20 August 2013
I meet with Jack this morning, at his pensioner unit near the hospital, which he keeps in perfect, sparkling order. The front door is open awaiting my arrival. His movements are slow and gentle as he comes to greet me; his eyes are kind.
Jack worked all his life with the stations, like many of the Aboriginal men: as stockman, drover, horse breaker, horse tailing hand, and camp cook. He tells me stories of droving the cattle from Alexander Station in the Northern territory; his longest journey to the Cooper Country was 19 weeks away. They covered 8 – 10 miles a day, resting when the cattle needed to rest, before they reached the small creeks and plentiful feed of the Cooper Country. On a night watch Jack would ride around singing or whistling to prevent any dozing cattle from taking fright and causing a rush.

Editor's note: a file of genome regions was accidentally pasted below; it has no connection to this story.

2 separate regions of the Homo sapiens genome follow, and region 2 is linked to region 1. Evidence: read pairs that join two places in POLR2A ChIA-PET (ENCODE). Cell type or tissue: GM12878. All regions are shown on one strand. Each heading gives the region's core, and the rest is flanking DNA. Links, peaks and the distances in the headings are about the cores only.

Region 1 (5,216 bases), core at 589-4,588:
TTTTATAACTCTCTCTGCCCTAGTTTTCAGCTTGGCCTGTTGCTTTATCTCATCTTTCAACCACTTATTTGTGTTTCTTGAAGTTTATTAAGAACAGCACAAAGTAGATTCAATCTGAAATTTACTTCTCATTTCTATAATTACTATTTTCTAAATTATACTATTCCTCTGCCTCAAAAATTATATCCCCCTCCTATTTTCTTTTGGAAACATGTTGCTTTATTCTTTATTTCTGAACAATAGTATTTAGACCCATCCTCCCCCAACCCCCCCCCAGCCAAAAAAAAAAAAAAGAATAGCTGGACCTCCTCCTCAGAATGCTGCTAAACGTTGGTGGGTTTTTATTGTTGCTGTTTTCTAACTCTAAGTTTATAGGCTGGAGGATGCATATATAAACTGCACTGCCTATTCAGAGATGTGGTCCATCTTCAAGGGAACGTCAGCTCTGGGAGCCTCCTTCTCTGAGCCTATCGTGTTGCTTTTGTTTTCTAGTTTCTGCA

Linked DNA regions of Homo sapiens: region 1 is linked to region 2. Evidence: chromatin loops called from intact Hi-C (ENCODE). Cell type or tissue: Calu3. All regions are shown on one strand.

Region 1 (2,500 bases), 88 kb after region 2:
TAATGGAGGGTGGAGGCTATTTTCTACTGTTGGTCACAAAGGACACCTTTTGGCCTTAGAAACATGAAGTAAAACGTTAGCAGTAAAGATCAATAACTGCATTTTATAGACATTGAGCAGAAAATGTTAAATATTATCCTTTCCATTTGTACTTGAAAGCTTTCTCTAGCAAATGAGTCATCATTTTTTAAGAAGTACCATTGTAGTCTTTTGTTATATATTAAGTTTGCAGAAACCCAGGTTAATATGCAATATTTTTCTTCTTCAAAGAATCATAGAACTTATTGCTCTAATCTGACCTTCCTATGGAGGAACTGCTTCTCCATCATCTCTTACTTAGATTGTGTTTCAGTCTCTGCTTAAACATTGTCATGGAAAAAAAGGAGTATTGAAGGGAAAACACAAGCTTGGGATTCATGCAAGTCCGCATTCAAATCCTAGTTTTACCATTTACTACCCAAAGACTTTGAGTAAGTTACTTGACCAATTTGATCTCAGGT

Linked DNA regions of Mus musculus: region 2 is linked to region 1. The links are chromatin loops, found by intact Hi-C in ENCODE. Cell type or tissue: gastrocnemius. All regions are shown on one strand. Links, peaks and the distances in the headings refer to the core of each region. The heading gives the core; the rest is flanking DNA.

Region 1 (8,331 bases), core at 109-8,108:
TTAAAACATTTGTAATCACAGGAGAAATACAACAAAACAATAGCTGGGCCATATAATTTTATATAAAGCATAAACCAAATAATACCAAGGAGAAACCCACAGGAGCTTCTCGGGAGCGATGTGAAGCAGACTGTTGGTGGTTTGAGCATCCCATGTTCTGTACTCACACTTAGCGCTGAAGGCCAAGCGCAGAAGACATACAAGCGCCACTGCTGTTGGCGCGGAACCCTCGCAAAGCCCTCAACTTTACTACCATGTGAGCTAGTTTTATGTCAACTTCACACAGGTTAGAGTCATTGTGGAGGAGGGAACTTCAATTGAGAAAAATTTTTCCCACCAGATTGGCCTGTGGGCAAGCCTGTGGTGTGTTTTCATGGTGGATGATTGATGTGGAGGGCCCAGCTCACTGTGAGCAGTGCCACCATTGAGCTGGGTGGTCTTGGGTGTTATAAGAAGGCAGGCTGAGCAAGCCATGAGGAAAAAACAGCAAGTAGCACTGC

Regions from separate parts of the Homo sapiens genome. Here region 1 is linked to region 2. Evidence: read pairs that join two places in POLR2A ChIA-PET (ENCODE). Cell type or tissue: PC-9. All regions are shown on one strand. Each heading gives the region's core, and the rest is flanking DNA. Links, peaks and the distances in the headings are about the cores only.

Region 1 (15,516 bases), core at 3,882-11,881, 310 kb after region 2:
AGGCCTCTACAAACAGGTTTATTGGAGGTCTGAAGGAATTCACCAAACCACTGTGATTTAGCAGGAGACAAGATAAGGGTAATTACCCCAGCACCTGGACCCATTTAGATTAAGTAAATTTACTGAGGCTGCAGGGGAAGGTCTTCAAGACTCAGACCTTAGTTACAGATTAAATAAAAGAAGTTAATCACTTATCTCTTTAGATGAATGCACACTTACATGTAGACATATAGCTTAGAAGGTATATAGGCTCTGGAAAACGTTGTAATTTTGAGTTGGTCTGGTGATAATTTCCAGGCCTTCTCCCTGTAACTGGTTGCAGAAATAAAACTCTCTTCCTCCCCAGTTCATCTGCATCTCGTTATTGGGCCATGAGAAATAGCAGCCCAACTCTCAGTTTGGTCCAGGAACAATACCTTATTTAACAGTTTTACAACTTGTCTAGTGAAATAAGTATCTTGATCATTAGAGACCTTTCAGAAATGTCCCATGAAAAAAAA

But when the trucks came in, many drovers lost their jobs; and with the helicopters, motorbikes and 4WDs for mustering, many of the horse workers and horses were also lost. Jack tells me of the time they led the horses to the meat works, gathering more along route, so that by the time they got to the meat works they had eleven hundred head of horses.
He gets up from his chair and signals me to follow. Opening the wardrobe, his neatly rolled swag is revealed, still lying there.